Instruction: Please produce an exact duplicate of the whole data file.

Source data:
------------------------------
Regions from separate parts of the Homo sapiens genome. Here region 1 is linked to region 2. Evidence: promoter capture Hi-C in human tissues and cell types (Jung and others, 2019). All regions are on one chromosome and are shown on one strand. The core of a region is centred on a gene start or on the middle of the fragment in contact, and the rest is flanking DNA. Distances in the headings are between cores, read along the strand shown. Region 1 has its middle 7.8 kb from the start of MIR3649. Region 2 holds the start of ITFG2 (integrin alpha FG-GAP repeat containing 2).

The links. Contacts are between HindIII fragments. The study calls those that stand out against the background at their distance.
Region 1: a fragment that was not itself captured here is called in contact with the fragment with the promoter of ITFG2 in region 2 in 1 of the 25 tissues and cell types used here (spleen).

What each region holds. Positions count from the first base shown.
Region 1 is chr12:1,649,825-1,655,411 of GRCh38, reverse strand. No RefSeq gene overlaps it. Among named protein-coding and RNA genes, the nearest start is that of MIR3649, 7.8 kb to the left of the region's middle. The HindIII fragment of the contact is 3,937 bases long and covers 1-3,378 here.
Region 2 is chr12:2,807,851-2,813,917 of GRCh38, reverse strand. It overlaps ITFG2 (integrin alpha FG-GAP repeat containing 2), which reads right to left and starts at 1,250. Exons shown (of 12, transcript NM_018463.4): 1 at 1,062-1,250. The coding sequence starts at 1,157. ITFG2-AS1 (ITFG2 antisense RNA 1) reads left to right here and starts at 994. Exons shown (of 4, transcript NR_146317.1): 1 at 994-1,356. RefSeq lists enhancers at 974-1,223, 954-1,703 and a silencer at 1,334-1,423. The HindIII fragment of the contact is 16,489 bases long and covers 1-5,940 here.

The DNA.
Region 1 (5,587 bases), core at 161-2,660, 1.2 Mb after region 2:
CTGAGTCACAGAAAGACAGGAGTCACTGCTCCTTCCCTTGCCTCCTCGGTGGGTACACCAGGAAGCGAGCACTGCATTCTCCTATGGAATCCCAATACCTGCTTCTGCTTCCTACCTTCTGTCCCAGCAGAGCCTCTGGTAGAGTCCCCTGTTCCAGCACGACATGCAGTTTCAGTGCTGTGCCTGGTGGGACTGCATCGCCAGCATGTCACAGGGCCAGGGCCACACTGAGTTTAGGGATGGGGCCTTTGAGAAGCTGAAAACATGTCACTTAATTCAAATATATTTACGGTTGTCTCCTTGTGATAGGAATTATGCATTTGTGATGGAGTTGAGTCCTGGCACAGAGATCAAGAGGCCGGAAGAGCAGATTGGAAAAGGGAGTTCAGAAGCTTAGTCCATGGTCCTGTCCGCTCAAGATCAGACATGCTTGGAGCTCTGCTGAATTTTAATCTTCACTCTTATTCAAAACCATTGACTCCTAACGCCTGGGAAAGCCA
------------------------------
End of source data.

Regions from separate parts of the Homo sapiens genome. Here region 1 is linked to region 2. Evidence: promoter capture Hi-C in human tissues and cell types (Jung and others, 2019). All regions are on one chromosome and are shown on one strand. The core of a region is centred on a gene start or on the middle of the fragment in contact, and the rest is flanking DNA. Distances in the headings are between cores, read along the strand shown. Region 1 has its middle 7.8 kb from the start of MIR3649. Region 2 holds the start of ITFG2 (integrin alpha FG-GAP repeat containing 2).

The links. Contacts are between HindIII fragments. The study calls those that stand out against the background at their distance.
Region 1: a fragment that was not itself captured here is called in contact with the fragment with the promoter of ITFG2 in region 2 in 1 of the 25 tissues and cell types used here (spleen).

What each region holds. Positions count from the first base shown.
Region 1 is chr12:1,649,825-1,655,411 of GRCh38, reverse strand. No RefSeq gene overlaps it. Among named protein-coding and RNA genes, the nearest start is that of MIR3649, 7.8 kb to the left of the region's middle. The HindIII fragment of the contact is 3,937 bases long and covers 1-3,378 here.
Region 2 is chr12:2,807,851-2,813,917 of GRCh38, reverse strand. It overlaps ITFG2 (integrin alpha FG-GAP repeat containing 2), which reads right to left and starts at 1,250. Exons shown (of 12, transcript NM_018463.4): 1 at 1,062-1,250. The coding sequence starts at 1,157. ITFG2-AS1 (ITFG2 antisense RNA 1) reads left to right here and starts at 994. Exons shown (of 4, transcript NR_146317.1): 1 at 994-1,356. RefSeq lists enhancers at 974-1,223, 954-1,703 and a silencer at 1,334-1,423. The HindIII fragment of the contact is 16,489 bases long and covers 1-5,940 here.

The DNA.
Region 1 (5,587 bases), core at 161-2,660, 1.2 Mb after region 2:
CTGAGTCACAGAAAGACAGGAGTCACTGCTCCTTCCCTTGCCTCCTCGGTGGGTACACCAGGAAGCGAGCACTGCATTCTCCTATGGAATCCCAATACCTGCTTCTGCTTCCTACCTTCTGTCCCAGCAGAGCCTCTGGTAGAGTCCCCTGTTCCAGCACGACATGCAGTTTCAGTGCTGTGCCTGGTGGGACTGCATCGCCAGCATGTCACAGGGCCAGGGCCACACTGAGTTTAGGGATGGGGCCTTTGAGAAGCTGAAAACATGTCACTTAATTCAAATATATTTACGGTTGTCTCCTTGTGATAGGAATTATGCATTTGTGATGGAGTTGAGTCCTGGCACAGAGATCAAGAGGCCGGAAGAGCAGATTGGAAAAGGGAGTTCAGAAGCTTAGTCCATGGTCCTGTCCGCTCAAGATCAGACATGCTTGGAGCTCTGCTGAATTTTAATCTTCACTCTTATTCAAAACCATTGACTCCTAACGCCTGGGAAAGCCA